Are Insiders Equal? Evidence from Earnings Management in Closely Held East Asian Firms
Research in International Business and Finance, forthcoming
63 Pages Posted: 26 Jul 2017 Last revised: 20 May 2020
Date Written: November 1, 2018
In analyzing newly collected data on the ultimate ownership structure of publicly traded firms in nine East Asian economies, we contribute to international accounting research by providing evidence on earnings management in insider-controlled firms in this region. We find that family-controlled firms engage in less (more) accrual-based (real) earnings management than other insider-controlled firms. Our analysis suggests that controlling families, unlike other types of ultimate owners, tend to substitute real earnings management for accrual-based earnings management. To help empirically clarify the role that two incentives (entrenchment versus signaling) play in driving the substitution between real and accruals-based earnings management, we examine their valuation impact and find that both types negatively affect the future valuation of family firms. In another set of results consistent with expectations, we document that country-level investor protection and firm external financing demand shape the practice of earnings management in family-controlled firms.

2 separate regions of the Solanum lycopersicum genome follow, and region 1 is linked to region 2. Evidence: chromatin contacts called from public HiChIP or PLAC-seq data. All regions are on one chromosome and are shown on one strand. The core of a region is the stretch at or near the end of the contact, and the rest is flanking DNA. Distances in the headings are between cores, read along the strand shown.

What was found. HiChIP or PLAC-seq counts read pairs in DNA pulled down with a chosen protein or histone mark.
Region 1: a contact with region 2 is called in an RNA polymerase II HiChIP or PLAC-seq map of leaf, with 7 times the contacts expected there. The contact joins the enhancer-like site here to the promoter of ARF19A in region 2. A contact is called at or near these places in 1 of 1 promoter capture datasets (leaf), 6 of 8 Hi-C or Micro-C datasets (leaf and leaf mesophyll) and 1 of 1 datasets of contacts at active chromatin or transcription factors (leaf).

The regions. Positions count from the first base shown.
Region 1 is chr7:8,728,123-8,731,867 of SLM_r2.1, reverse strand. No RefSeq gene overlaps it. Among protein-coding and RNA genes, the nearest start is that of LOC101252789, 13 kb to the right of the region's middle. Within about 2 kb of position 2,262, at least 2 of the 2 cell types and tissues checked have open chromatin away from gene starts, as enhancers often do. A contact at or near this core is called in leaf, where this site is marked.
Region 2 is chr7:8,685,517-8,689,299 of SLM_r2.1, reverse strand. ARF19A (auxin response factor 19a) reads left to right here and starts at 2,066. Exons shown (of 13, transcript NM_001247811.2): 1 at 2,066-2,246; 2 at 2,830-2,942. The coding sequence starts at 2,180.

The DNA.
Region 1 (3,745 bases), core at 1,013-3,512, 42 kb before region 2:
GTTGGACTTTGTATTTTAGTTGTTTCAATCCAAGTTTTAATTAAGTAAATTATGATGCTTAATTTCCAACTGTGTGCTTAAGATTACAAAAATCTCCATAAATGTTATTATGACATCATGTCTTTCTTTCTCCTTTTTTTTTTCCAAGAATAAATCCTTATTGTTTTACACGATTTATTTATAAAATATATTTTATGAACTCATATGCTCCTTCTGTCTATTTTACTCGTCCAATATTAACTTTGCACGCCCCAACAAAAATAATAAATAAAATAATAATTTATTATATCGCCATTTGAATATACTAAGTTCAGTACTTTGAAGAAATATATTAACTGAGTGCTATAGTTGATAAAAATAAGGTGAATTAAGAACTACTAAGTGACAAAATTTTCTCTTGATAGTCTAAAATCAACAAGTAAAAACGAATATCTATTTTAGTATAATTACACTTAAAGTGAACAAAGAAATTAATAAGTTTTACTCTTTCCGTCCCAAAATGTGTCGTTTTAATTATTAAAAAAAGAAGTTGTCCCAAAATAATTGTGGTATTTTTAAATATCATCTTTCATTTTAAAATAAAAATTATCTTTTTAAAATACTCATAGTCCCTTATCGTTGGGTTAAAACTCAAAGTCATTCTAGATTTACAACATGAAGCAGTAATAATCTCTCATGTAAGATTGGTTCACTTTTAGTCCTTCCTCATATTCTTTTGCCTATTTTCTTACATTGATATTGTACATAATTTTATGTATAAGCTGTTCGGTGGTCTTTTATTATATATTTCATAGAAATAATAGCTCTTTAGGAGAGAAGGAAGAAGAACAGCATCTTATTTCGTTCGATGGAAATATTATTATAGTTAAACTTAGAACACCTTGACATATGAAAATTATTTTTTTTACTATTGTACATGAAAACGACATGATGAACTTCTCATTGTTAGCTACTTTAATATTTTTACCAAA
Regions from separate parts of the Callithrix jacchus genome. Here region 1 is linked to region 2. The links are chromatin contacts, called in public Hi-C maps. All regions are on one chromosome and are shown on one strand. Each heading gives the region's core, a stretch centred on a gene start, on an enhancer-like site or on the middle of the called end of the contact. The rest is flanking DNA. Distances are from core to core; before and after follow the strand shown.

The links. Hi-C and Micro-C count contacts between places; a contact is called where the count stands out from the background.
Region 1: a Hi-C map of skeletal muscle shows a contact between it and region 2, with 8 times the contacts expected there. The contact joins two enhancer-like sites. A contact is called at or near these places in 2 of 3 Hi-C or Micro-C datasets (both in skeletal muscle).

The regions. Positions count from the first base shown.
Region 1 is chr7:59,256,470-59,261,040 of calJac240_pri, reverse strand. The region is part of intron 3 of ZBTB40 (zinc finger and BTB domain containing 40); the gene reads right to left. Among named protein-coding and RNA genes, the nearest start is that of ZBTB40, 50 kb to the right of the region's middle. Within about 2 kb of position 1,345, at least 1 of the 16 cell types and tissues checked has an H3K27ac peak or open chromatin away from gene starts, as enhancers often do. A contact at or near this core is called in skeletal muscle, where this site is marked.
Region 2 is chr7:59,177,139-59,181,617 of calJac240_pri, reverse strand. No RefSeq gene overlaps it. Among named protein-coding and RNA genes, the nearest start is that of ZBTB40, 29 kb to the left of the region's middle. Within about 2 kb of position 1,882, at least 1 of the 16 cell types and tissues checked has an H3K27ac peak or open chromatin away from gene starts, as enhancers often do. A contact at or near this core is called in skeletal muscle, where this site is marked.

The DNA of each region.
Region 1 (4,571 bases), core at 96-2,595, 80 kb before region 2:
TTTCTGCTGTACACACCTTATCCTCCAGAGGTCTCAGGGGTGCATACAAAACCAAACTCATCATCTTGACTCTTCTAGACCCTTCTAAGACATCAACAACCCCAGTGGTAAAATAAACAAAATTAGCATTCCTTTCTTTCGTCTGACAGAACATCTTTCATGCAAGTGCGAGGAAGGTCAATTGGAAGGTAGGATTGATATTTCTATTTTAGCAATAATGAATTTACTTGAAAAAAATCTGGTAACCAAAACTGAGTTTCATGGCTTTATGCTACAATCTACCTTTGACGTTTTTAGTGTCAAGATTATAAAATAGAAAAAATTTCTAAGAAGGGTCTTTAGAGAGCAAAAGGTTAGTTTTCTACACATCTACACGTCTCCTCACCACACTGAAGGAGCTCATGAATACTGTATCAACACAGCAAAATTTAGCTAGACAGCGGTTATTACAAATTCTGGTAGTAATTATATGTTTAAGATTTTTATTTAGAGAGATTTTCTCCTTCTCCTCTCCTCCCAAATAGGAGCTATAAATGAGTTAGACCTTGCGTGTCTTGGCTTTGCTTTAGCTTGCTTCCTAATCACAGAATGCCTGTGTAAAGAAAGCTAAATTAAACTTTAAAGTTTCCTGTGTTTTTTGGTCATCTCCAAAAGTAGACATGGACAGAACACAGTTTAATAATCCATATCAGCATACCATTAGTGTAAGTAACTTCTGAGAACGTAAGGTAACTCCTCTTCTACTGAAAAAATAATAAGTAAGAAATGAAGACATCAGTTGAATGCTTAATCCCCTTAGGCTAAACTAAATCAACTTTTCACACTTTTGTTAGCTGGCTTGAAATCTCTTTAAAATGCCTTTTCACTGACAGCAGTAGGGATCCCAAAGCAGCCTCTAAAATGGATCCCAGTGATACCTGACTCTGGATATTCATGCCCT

Keywords: Family Conglomerates, Earnings Management, Comparative Accounting Systems and Practice, Real Activities Manipulation, Corporate Governance, East Asia
JEL Classification: G30, G32
Suggested Citation: Suggested Citation